e claim A carburetor comprisingg'a casing, a noz zle traversing the casing at rightanglesto the-path-of 'travelof'the air, a'valve inclusive of pairs of upper-anddower hingedly connected sections; the-upper sections being hingedly connected tosaid-casing, a rectangular control ringslidablein said casing and having connection with the low'er sections of the v-alve,-' the lower terminal ortions ofiFthe upper valve sections being; formed with abrupt transverse outwardly directed bends adapted to be positioned-over said nozzle whereby todirect the air over said nozzle, said casing being rectangular in cross sectionand the longitudinaledges of the upperand lower valvesections being flatly engaged with 'theiw'alls of-"the casing;

ALBERT'H'; SPENCER ELMnn- FnEn-r srnNona:

Referenced by
Citing PatentFiling datePublication dateApplicantTitle
US2732193 *Dec 19, 1952Jan 24, 1956 Carburetor
US2877003 *Jun 22, 1955Mar 10, 1959Acf Ind IncTangential nozzle type carburetor
US3342462 *Feb 23, 1966Sep 19, 1967Gen Motors CorpFuel system
US3556489 *Aug 14, 1967Jan 19, 1971Nippon Steel CorpWet type gas scrubber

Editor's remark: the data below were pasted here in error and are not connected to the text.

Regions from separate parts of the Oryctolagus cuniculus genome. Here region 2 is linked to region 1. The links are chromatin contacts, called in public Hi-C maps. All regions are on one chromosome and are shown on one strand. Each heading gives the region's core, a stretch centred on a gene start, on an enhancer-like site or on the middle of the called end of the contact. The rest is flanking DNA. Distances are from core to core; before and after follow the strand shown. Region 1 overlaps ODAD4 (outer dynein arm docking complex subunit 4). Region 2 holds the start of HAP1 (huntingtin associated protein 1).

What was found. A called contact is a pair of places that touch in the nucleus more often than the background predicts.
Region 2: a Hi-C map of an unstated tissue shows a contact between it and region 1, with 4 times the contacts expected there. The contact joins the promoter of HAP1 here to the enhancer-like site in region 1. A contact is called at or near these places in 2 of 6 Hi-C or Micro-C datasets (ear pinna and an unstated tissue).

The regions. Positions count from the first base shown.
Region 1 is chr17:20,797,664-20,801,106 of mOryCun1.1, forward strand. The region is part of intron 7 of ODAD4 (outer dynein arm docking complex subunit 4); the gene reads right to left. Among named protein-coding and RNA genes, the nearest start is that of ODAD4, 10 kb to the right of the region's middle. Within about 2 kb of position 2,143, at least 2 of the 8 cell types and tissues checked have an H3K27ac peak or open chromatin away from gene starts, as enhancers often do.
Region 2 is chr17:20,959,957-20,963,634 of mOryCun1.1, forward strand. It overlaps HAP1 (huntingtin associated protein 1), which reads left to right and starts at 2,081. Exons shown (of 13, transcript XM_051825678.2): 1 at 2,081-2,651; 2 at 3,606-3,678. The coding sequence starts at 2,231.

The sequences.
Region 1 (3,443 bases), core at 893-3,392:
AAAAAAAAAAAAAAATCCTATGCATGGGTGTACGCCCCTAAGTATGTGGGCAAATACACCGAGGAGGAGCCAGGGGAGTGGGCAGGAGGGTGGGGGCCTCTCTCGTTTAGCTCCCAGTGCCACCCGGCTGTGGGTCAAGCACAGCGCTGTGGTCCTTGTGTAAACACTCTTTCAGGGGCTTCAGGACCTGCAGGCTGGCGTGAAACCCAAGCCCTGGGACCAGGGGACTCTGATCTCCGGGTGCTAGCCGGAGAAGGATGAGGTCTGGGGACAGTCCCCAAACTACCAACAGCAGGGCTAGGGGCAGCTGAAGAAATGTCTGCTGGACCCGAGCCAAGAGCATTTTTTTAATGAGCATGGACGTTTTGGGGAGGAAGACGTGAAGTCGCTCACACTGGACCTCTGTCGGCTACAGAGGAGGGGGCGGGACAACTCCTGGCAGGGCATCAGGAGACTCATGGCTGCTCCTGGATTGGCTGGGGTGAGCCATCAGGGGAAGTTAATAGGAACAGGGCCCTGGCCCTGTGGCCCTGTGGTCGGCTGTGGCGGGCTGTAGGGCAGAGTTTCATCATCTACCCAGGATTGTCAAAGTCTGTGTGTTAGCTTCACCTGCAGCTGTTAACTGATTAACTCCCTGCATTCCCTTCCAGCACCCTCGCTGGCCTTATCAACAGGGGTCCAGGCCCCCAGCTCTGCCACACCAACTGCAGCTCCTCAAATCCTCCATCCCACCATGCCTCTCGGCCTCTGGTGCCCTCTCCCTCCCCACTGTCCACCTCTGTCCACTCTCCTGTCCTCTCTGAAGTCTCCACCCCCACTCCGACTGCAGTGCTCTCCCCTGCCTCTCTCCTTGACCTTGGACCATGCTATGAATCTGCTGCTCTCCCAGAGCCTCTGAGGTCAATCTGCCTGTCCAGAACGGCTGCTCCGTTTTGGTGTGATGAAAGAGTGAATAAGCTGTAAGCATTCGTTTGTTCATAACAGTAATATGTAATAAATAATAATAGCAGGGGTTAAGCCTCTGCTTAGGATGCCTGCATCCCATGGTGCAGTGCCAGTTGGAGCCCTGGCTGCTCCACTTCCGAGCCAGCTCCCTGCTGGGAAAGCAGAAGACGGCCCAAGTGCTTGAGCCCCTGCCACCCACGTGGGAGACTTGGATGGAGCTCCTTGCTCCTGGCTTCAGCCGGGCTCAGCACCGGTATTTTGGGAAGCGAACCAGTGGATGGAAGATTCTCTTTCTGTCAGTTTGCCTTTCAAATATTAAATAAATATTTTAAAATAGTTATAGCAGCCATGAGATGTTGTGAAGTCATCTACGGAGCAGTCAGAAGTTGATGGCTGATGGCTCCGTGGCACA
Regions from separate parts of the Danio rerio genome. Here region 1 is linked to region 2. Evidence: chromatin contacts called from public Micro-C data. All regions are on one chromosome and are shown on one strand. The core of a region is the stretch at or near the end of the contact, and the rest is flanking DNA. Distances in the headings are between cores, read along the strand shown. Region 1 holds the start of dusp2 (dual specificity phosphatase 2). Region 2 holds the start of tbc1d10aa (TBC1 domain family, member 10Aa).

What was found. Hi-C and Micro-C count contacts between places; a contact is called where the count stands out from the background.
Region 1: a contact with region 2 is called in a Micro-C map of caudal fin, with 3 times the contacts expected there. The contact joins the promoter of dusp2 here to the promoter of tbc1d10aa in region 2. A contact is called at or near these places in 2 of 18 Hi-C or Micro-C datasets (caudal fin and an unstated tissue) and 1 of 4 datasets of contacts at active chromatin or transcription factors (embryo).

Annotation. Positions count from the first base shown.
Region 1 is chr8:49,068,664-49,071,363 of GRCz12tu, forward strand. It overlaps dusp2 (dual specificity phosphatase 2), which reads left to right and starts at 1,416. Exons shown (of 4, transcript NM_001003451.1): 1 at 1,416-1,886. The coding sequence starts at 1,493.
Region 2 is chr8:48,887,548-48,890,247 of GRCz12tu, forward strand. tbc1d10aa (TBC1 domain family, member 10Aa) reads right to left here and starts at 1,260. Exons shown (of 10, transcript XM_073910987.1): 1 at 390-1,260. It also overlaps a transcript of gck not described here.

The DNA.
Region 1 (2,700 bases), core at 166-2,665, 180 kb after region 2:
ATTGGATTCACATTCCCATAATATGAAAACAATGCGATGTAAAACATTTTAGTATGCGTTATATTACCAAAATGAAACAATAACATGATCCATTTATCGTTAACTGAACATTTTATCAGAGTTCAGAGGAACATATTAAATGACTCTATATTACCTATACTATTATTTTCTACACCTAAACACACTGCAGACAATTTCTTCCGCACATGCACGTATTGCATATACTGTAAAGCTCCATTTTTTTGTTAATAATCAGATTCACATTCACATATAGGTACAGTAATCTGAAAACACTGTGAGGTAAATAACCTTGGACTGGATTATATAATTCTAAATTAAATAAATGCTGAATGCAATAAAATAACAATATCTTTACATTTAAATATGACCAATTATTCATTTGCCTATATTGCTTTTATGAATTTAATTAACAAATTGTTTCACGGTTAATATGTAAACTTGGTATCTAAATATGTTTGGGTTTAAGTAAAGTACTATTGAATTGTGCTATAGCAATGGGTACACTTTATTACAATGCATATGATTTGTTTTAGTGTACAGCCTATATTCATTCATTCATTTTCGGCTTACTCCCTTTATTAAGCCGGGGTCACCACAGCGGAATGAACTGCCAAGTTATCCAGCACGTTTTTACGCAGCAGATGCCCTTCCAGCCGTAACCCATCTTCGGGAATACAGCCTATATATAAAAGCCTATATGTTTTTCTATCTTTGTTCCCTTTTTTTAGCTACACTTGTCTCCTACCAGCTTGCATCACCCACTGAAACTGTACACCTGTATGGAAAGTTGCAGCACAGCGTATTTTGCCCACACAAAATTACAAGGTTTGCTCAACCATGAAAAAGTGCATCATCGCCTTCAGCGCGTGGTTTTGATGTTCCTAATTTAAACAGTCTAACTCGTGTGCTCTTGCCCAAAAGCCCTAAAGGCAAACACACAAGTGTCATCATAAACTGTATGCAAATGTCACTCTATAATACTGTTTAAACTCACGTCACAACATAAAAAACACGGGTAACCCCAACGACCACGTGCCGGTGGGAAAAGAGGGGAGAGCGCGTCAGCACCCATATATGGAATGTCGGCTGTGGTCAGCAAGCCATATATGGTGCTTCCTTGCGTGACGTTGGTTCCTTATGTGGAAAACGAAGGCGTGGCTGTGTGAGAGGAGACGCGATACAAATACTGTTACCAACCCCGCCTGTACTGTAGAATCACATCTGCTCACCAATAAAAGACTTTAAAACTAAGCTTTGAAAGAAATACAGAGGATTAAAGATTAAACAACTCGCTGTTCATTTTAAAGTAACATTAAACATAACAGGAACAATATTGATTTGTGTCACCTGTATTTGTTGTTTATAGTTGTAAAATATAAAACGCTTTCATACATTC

US3911063 *Jul 18, 1974Oct 7, 1975Dresser IndVariable throat venturi apparatus for mixing and modulating liquid fuel and intake air to an internal combustion engine
US3949025 *Jan 4, 1974Apr 6, 1976Dresser Industries, Inc.Variable throat venturi apparatus for mixing and modulating liquid fuel and intake air to an internal combustion engine
US4064843 *Sep 29, 1976Dec 27, 1977Robert Bosch GmbhFuel metering and injection system for internal combustion engines
US4064847 *Oct 7, 1976Dec 27, 1977Robert Bosch GmbhFuel injection system for internal combustion engines
US4065526 *May 28, 1976Dec 27, 1977Dresser Industries, Inc.Fuel introduction device for internal combustion engine
US4105000 *Nov 15, 1976Aug 8, 1978Robert Bosch GmbhFuel injection mechanism
US4229385 *Jun 1, 1979Oct 21, 1980Leibfreid Russel BVariable venturi carburetor
US4572809 *Dec 12, 1983Feb 25, 1986Bothwell Peter WCarburettor
Classifications
U.S. Classification261/44.9, 261/51, 261/52, 261/DIG.580
International ClassificationF02M15/04, F02M7/22, F02M9/10
Cooperative ClassificationF02M15/045, Y10S261/58, F02M7/22, F02M9/103
European ClassificationF02M15/04B, F02M7/22, F02M9/10B